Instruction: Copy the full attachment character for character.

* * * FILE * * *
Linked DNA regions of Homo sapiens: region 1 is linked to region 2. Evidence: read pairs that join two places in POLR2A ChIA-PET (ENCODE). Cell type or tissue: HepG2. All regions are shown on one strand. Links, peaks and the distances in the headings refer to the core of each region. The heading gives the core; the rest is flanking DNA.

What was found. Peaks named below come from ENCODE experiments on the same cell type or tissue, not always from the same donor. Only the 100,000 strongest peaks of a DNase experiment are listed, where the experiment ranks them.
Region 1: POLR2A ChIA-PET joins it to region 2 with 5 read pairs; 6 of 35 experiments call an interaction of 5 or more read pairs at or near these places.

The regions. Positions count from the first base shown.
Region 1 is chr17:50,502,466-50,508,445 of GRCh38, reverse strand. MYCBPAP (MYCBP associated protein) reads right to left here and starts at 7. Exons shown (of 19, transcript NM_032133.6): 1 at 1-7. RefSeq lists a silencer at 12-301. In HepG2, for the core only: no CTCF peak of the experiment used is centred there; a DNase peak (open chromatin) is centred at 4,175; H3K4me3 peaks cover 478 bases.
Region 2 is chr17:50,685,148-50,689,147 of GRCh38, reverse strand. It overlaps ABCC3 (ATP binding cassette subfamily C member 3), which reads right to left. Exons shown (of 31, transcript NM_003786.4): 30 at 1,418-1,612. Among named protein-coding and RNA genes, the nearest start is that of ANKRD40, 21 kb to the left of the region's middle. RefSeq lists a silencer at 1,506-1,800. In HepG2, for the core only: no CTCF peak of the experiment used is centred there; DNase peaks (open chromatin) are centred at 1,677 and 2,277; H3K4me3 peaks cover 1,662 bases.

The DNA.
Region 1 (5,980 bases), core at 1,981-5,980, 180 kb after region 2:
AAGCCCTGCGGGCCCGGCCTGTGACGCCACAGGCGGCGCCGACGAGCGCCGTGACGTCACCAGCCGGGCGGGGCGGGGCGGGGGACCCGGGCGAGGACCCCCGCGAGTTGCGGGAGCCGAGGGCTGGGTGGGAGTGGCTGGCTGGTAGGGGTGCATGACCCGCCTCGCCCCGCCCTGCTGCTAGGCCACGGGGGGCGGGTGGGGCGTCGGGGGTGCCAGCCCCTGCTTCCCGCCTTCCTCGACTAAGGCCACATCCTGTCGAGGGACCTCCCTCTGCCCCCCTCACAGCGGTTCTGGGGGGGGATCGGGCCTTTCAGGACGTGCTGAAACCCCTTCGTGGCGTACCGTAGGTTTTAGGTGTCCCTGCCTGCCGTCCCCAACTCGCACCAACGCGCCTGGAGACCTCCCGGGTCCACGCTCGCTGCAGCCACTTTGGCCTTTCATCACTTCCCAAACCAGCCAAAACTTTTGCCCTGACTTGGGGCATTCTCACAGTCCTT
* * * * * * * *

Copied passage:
Linked DNA regions of Homo sapiens: region 1 is linked to region 2. Evidence: read pairs that join two places in POLR2A ChIA-PET (ENCODE). Cell type or tissue: HepG2. All regions are shown on one strand. Links, peaks and the distances in the headings refer to the core of each region. The heading gives the core; the rest is flanking DNA.

What was found. Peaks named below come from ENCODE experiments on the same cell type or tissue, not always from the same donor. Only the 100,000 strongest peaks of a DNase experiment are listed, where the experiment ranks them.
Region 1: POLR2A ChIA-PET joins it to region 2 with 5 read pairs; 6 of 35 experiments call an interaction of 5 or more read pairs at or near these places.

The regions. Positions count from the first base shown.
Region 1 is chr17:50,502,466-50,508,445 of GRCh38, reverse strand. MYCBPAP (MYCBP associated protein) reads right to left here and starts at 7. Exons shown (of 19, transcript NM_032133.6): 1 at 1-7. RefSeq lists a silencer at 12-301. In HepG2, for the core only: no CTCF peak of the experiment used is centred there; a DNase peak (open chromatin) is centred at 4,175; H3K4me3 peaks cover 478 bases.
Region 2 is chr17:50,685,148-50,689,147 of GRCh38, reverse strand. It overlaps ABCC3 (ATP binding cassette subfamily C member 3), which reads right to left. Exons shown (of 31, transcript NM_003786.4): 30 at 1,418-1,612. Among named protein-coding and RNA genes, the nearest start is that of ANKRD40, 21 kb to the left of the region's middle. RefSeq lists a silencer at 1,506-1,800. In HepG2, for the core only: no CTCF peak of the experiment used is centred there; DNase peaks (open chromatin) are centred at 1,677 and 2,277; H3K4me3 peaks cover 1,662 bases.

The DNA.
Region 1 (5,980 bases), core at 1,981-5,980, 180 kb after region 2:
AAGCCCTGCGGGCCCGGCCTGTGACGCCACAGGCGGCGCCGACGAGCGCCGTGACGTCACCAGCCGGGCGGGGCGGGGCGGGGGACCCGGGCGAGGACCCCCGCGAGTTGCGGGAGCCGAGGGCTGGGTGGGAGTGGCTGGCTGGTAGGGGTGCATGACCCGCCTCGCCCCGCCCTGCTGCTAGGCCACGGGGGGCGGGTGGGGCGTCGGGGGTGCCAGCCCCTGCTTCCCGCCTTCCTCGACTAAGGCCACATCCTGTCGAGGGACCTCCCTCTGCCCCCCTCACAGCGGTTCTGGGGGGGGATCGGGCCTTTCAGGACGTGCTGAAACCCCTTCGTGGCGTACCGTAGGTTTTAGGTGTCCCTGCCTGCCGTCCCCAACTCGCACCAACGCGCCTGGAGACCTCCCGGGTCCACGCTCGCTGCAGCCACTTTGGCCTTTCATCACTTCCCAAACCAGCCAAAACTTTTGCCCTGACTTGGGGCATTCTCACAGTCCTT